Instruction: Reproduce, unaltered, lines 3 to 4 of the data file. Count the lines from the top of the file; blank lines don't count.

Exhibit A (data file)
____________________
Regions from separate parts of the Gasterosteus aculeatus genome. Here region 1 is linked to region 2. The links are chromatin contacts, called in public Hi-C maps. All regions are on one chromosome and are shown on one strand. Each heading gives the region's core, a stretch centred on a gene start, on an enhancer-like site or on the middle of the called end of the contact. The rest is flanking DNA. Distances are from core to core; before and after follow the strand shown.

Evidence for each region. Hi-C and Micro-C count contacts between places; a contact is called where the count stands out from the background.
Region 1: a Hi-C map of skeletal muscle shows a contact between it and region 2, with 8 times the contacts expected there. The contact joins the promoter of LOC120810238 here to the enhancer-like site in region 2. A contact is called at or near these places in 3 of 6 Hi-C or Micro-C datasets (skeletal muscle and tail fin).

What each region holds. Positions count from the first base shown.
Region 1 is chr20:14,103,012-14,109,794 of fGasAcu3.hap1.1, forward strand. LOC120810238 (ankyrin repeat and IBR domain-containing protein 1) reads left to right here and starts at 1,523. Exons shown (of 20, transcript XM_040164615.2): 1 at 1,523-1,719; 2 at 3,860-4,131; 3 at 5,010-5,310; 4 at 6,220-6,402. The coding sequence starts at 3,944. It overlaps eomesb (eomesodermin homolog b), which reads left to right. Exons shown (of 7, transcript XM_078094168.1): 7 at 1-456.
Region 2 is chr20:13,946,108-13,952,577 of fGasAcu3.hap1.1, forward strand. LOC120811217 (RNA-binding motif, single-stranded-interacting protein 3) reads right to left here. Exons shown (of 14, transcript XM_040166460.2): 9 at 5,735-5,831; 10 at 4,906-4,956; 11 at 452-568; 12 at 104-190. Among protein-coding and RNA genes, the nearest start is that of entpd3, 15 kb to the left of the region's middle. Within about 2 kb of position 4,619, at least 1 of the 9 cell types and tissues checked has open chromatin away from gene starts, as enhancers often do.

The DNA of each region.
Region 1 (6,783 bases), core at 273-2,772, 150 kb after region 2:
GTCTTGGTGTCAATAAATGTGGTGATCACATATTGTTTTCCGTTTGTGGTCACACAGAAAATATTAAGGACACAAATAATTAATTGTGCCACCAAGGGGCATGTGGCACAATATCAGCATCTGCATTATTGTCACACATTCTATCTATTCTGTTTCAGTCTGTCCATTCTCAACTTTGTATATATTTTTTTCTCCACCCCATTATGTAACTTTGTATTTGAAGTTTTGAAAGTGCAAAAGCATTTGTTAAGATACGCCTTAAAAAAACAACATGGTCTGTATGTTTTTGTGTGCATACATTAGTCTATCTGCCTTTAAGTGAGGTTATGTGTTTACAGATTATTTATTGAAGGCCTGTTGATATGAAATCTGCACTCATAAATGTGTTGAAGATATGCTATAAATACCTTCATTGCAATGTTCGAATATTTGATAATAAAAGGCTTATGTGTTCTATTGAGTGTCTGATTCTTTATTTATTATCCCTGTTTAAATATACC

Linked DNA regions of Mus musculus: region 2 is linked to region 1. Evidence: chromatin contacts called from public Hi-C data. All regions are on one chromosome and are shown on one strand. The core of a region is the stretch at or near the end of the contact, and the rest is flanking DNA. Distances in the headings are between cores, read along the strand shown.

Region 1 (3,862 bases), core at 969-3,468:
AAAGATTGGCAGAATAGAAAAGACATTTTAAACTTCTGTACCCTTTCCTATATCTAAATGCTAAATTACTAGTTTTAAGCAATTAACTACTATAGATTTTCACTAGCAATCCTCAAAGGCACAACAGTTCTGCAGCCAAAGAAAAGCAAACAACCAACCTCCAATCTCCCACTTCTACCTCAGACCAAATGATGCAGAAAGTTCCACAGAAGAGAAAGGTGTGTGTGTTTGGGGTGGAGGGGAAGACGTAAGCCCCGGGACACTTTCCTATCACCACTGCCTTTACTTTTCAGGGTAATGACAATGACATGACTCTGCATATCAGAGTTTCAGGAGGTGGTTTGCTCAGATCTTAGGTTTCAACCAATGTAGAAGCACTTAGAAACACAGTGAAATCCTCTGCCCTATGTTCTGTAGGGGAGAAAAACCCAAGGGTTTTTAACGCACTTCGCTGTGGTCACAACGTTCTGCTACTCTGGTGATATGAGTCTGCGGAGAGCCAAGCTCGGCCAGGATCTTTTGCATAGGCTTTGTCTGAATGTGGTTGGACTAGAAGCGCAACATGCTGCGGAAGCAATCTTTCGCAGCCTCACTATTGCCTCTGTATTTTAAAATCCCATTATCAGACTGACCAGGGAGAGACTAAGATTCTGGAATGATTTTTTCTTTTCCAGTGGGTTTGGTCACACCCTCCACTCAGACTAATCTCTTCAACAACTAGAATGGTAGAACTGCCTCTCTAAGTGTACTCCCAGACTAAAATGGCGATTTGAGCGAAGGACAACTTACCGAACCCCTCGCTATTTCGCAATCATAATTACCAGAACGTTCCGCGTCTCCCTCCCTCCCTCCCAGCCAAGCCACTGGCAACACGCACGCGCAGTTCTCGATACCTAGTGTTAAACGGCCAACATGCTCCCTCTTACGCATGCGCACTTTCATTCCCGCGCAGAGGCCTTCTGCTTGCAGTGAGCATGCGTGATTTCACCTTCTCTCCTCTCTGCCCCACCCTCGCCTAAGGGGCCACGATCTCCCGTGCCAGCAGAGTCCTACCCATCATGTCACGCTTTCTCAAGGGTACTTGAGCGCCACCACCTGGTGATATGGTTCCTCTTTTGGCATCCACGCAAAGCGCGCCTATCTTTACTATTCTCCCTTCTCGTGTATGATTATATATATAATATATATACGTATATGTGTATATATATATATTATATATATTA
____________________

Region 1: a Hi-C map of skeletal muscle shows a contact between it and region 2, with 8 times the contacts expected there. The contact joins the promoter of LOC120810238 here to the enhancer-like site in region 2. A contact is called at or near these places in 3 of 6 Hi-C or Micro-C datasets (skeletal muscle and tail fin).

What each region holds. Positions count from the first base shown.